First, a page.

I hope.

Instead, Orbital will be a true ‘cloud’ service in that it’s a resource which end users can tap into with no care at all for the underlying technologies. It’ll scale up and down with demand, extending both processing power and storage space as needed. Should one of our servers fail for any reason it won’t be met with a week of downtime whilst we rebuild things, but instead a seamless transition of work to one of the redundant, load balanced alternatives. If a process stops working then instead of the entire system crashing down it’ll adapt, queueing tasks until things are restored. Alongside this, the use of common standards is something that is essential to development. RESTful APIs follow well understood principles for interacting with data, and authentication using OAuth (the same authentication method used by Twitter, Facebook, Google and Microsoft) is core to how things behave.

Whilst the Orbital application itself is built to run in a cloudy manner using these loosely coupled methods and Rambo architecture, we’re also going to be hosting the thing in the cloud. This helps us with a few things including the aforementioned scalability, improved resiliency and the ability to properly analyse how the cloud works for higher education.

There’s also an unexpected benefit of this cloudy approach to Orbital: we gain the ability to pin a real-world cost on the storage of research data since we are quite literally being charged by the GB. At the moment researchers tend to treat storage as a one-off cost – for example buying a pile of hard disks – with less understanding of what it actually costs to keep them spinning. Since Orbital will know more about the intricacies of the stored data than the researchers we will be able (for the first time) to offer a number both in terms of how much it is costing to store data and also the estimated carbon impact.

Both these numbers are something that we want to be able to give researchers to help them understand that hanging on to research data has a cost, but also that it’s probably more efficient to hang on to it in a central, cloud-based platform. Of course, we also want to give people a clean exit strategy so we’re also going to be looking at ways of easily creating ‘hard’ copies for offline, non-cloud storage whilst still maintaining a virtual presence for the purposes of referencing and metadata.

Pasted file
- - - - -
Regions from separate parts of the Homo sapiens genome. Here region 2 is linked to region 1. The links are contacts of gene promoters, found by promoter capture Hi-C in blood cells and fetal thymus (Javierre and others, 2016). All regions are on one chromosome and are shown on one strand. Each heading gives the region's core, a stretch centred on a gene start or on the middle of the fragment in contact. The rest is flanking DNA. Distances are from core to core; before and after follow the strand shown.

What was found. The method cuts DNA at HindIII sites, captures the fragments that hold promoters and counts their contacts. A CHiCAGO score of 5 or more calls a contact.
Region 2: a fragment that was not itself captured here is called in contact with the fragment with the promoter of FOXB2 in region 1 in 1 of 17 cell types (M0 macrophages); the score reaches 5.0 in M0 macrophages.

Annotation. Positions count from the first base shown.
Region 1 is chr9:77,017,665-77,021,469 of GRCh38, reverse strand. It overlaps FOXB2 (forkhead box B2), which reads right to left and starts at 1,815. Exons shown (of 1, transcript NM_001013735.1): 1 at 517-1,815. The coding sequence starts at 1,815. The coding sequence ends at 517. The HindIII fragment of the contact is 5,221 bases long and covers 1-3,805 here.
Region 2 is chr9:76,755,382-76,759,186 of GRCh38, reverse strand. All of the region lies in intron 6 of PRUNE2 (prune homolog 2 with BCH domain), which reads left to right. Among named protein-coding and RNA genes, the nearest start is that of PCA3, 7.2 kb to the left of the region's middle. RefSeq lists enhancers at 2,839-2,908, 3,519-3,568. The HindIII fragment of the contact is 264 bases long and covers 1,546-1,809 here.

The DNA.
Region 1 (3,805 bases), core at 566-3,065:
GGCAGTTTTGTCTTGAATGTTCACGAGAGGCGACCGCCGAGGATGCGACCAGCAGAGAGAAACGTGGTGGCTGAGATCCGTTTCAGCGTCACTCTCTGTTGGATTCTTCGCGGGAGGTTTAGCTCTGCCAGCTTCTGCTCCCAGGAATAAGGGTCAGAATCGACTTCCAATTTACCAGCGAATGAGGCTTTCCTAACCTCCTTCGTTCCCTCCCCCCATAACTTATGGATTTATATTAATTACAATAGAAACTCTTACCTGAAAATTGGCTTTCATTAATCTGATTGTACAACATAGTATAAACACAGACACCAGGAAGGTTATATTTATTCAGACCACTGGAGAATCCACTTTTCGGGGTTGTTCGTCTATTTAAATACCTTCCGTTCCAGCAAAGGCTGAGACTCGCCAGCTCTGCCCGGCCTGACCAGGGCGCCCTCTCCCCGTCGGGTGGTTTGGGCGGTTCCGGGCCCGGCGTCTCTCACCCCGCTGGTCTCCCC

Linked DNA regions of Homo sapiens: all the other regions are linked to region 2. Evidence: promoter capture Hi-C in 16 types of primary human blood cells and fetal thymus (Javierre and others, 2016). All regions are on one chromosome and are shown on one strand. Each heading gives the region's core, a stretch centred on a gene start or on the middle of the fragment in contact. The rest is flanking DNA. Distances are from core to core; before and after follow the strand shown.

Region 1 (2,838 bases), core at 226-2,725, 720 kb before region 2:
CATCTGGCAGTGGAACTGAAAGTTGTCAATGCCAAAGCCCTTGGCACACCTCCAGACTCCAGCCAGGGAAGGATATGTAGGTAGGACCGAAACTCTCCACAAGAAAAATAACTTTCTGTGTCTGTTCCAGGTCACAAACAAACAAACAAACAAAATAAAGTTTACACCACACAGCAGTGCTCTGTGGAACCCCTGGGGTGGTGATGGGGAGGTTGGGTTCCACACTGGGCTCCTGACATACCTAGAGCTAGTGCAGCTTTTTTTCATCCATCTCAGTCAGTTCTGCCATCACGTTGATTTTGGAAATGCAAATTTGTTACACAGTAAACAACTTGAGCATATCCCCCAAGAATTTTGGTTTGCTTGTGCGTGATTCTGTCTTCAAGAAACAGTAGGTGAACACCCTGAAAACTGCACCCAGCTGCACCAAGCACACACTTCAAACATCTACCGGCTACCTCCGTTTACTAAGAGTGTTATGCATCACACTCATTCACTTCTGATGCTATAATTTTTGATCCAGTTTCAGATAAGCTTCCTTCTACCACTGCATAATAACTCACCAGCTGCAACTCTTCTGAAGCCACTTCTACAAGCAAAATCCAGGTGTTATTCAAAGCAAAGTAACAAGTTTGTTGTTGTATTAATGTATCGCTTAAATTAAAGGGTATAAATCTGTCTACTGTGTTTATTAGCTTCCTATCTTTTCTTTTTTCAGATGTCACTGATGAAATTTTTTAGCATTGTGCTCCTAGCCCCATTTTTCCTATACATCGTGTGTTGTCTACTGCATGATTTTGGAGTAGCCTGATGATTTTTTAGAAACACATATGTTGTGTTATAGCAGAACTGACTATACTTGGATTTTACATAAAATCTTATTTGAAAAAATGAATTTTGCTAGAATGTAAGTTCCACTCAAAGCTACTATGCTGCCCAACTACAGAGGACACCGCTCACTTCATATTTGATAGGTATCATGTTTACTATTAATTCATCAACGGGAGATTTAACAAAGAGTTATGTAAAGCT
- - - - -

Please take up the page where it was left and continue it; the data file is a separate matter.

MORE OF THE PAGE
Clare CollegeYesterday I was at Clare College, University of Cambridge for a meeting organised by USTLG, the University Science & Technology Librarians Group. The group—open to any librarians involved with engineering, science or technology in UK universities—has meetings once or twice a year. The theme of yesterday’s meeting (free to attend, thanks to sponsorship from the IEEE) was data management, with an implied focus on research data.

The meeting consisted of a series of presentations (plus a fantastic lunchtime diversion, below) with plenty of time for networking – there were about 40 people there, all with an interest in research data management – though interestingly, a show of hands suggested very few people were actively engaged in looking after their own institution’s researchers’ data.

As usual, this blog post has been partially reconstructed from the Twitter stream (hashtag #ustlg).

First up, Laura Molloy, substituting for Joy Davidson of the Digital Curation Centre (DCC), on a project called the Data Management Skills Support Initiative (DaMSSI), looking at the [shades of information literacy] skills needed by different people involved in the research data curation process. “DaMSSI aims to facilitate the use of tools like Vitae’s Researcher Development Framework (RDF) and the Seven Pillars of Information Literacy model” developed by SCONUL. Key question: how do you assess the effectiveness of research data management training?

(more…)

Hi everyone! For those who don’t know me (this is my first blog post for Orbital) I’m Nick Jackson, the lead web developer for the project. I’ll be blogging about all kinds of bits and pieces, ranging from discussion of user requirements through to the rationale for features, how certain bits of Orbital fit together with the wider world, overviews of technologies that we’re using and the minutiae of implementation.

If you’re interested in this kind of stuff at an institutional level you may also be interested in following my other blog, where I discuss things I’m working on in a wider context along with the occasional opinion piece on technology in education.

For those of you who enjoy Twitter you can find me at @jacksonj04, and don’t forget that you can keep up with the latest from Orbital at #OrbitalMRD. If you’re more a face-to-face person then you can find me most days at the University of Lincoln’s Brayford campus, and I’m open to being plied with coffee.